The Sussex Downs Murder – Not Really A Review

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For anyone who loves the English South Downs – and whodunnits – this book makes an interesting read.

On the one hand, it is a fairly average 1930’s detective murder mystery, although I have certainly read much worse, but on the other it provides some marvellous insights into the South Downs in the area specifically around Chanctonbury Ring in that time, which is really what took my interest.

Personally, I prefer murder mysteries involving ‘normal’ people, rather than the typical country house full of assorted Colonels and ladies and royalty and such-like, so popular at the time – other than the thought of bumping off the Upper Classes, of course! But this book delivers in that it is set on a downland farm, where the farmer goes missing, believed murdered. It even has, as a cover, an adaptation of one of the fabulous Leslie Carr railway posters of the 1930’s – what’s not to like?

The introduction mentions its ‘sense of place’, and the writing seems to me especially good at conveying an accurate feel of the landscape. One thing that comes over very strongly is the emptiness of the countryside at that time. The Downs have been sparsely inhabited since Roman times; before then, much of the population chose to live on the higher, drier, lands of the chalklands of South and South East England, away from the forested and frequently marshy lower areas where travel was difficult and clearance very hard work. After the arrival of the Romans, however, all this changed, and since then the chalklands have been left largely to a small population living mainly by farming sheep.

We now have many people visiting for leisure purposes and on fine days popular routes such as the walk to Birling Gap from Eastbourne (or from convenient car parks much closer!) may easily see hundreds of visitors striding along the footpaths and hanging off the edge of the cliffs taking selfies (other stupid ways to kill oneself are available). On the same day, though, nearby footpaths may see no visitors at all. It is still a sparsely populated area.

John Bude evokes this sense of emptiness well. His descriptions of the roads and paths on and around the area really allow the reader to feel this. His characters walk the lanes and roads of the downs frequently without meeting anyone else on their journeys. Farms and houses are ‘isolated’, and even at a time when most people would travel by public transport to cover any distance, the population is so small that when questioned by the detective on the case, a bus conductor can remember who was on his bus several weeks before.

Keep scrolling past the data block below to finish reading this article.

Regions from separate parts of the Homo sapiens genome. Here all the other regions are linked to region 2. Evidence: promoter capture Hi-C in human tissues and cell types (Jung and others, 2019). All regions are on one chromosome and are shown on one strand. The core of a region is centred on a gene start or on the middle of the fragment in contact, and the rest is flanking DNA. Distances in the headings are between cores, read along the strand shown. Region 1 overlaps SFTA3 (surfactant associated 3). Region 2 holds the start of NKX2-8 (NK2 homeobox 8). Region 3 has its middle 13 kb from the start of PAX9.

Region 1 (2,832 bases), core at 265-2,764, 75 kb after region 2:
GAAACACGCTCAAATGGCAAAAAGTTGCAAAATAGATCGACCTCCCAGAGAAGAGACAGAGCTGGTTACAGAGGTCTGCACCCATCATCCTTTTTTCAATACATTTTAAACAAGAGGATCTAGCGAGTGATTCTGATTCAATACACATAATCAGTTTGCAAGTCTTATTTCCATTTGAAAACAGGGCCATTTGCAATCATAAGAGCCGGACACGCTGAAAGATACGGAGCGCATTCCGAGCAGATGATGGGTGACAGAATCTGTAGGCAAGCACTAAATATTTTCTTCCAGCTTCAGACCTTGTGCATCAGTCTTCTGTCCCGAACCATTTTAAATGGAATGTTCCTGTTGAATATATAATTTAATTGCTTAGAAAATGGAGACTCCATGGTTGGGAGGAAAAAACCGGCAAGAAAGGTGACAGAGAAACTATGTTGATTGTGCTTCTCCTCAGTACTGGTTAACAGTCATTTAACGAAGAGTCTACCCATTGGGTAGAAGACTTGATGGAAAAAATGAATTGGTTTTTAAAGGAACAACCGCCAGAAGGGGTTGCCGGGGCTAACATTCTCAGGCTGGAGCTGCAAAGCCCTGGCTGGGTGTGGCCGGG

There are four lime kilns near Washington, on the edge of the area described in the story, which I suspect were the inspiration for the lime kiln featured on the farm in the book. No spoilers, but you might well guess their relevance to a murder mystery.

But it is the descriptions of the roads and paths that particularly take my interest, roads and paths virtually empty of footfall or traffic even during the day, emphasising how lightly populated the area was, and still is today, to a degree. Other than popular footpaths such as the long distance South Downs Way, and those footpaths running between popular tourist spots, it is still easy to find solitude in this quiet area of the otherwise heavily populated South East England.

Sojourn on Dartmoor

I’ve been on Dartmoor. My goodness, it was nice to get away.

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Dartmoor is frequently misty and moody, as it was on one walk.

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Yet it can often be fine and sunny. But whichever it is, I always think of it as unfailingly beautiful.

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The sheep get everywhere, including on the top of old spoil heaps from derelict mine workings.

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Hooten Wheals is one such disused mine, with a plethora of remnants of old buildings and machine structures still extant. I believe the circular structures are the remains of buddles, circular shallow settling tanks used to extract the minerals from the rock.

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There are also plentiful remains of farms, houses and all sorts of settlements, from prehistoric times through to the recent past. These buildings at Swincombe are probably not particularly old.

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Old stone crosses are found all over Dartmoor. Their uses include marking the boundaries of the influences of various abbeys and waymarking paths. This one (and the one in the distance) are on Ter Hill.

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And because Dartmoor is so open, you get skies.

Wonderful skies.

By Train in Sri Lanka

I’m stuck at home still with a foot in bandages, only now I’ve been told that I won’t be back on my feet properly until the middle of August. So, nothing for it but to indulge myself with a bit of a train journey.

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On Colombo station – the madding crowd at a typically busy time.

 

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At Kandy station, the departures board is refreshingly low-tech!

 

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At Kandy station.

 

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Leaving Kandy and travelling up into the hills, the traveller passes tea gardens…

 

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…and small farms carved out of the jungle…

 

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…and plenty of jungle.

 

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Ella station, our destination. far from the madding crowd, indeed!